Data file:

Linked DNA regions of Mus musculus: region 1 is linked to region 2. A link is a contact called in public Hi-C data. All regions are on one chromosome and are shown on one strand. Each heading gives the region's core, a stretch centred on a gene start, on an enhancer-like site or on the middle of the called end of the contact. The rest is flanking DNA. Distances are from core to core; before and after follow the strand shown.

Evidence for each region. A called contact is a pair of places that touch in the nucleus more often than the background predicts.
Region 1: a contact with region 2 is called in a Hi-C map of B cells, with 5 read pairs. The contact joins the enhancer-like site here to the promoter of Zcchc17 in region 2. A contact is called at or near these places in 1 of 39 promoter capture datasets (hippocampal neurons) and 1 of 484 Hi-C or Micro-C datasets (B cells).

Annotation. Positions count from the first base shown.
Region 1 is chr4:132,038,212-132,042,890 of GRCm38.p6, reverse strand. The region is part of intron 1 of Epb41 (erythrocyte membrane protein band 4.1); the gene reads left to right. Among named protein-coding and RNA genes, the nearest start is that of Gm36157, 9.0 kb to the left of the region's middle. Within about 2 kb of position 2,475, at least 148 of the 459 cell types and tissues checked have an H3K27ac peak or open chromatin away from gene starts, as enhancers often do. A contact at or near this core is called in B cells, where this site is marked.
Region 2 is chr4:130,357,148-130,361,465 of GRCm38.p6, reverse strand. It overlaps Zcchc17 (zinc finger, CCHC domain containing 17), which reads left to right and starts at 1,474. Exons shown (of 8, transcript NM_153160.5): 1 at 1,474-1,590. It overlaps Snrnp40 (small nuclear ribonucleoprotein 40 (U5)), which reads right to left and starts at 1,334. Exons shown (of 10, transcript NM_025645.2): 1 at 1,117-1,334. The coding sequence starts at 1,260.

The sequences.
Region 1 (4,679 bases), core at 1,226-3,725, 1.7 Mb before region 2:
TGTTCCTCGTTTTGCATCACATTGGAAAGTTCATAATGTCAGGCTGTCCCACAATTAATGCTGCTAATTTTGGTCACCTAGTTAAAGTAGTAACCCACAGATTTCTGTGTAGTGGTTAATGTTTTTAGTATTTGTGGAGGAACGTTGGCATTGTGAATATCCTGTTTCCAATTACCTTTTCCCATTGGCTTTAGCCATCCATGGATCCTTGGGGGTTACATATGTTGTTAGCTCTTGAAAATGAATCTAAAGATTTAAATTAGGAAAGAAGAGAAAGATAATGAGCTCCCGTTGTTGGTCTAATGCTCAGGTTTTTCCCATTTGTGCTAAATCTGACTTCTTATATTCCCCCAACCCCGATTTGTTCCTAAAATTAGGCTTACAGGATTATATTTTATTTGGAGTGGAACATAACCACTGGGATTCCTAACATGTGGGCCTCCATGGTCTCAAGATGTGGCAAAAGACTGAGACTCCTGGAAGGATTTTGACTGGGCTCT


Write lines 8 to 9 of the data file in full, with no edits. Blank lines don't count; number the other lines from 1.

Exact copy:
Region 1 (4,679 bases), core at 1,226-3,725, 1.7 Mb before region 2:
TGTTCCTCGTTTTGCATCACATTGGAAAGTTCATAATGTCAGGCTGTCCCACAATTAATGCTGCTAATTTTGGTCACCTAGTTAAAGTAGTAACCCACAGATTTCTGTGTAGTGGTTAATGTTTTTAGTATTTGTGGAGGAACGTTGGCATTGTGAATATCCTGTTTCCAATTACCTTTTCCCATTGGCTTTAGCCATCCATGGATCCTTGGGGGTTACATATGTTGTTAGCTCTTGAAAATGAATCTAAAGATTTAAATTAGGAAAGAAGAGAAAGATAATGAGCTCCCGTTGTTGGTCTAATGCTCAGGTTTTTCCCATTTGTGCTAAATCTGACTTCTTATATTCCCCCAACCCCGATTTGTTCCTAAAATTAGGCTTACAGGATTATATTTTATTTGGAGTGGAACATAACCACTGGGATTCCTAACATGTGGGCCTCCATGGTCTCAAGATGTGGCAAAAGACTGAGACTCCTGGAAGGATTTTGACTGGGCTCT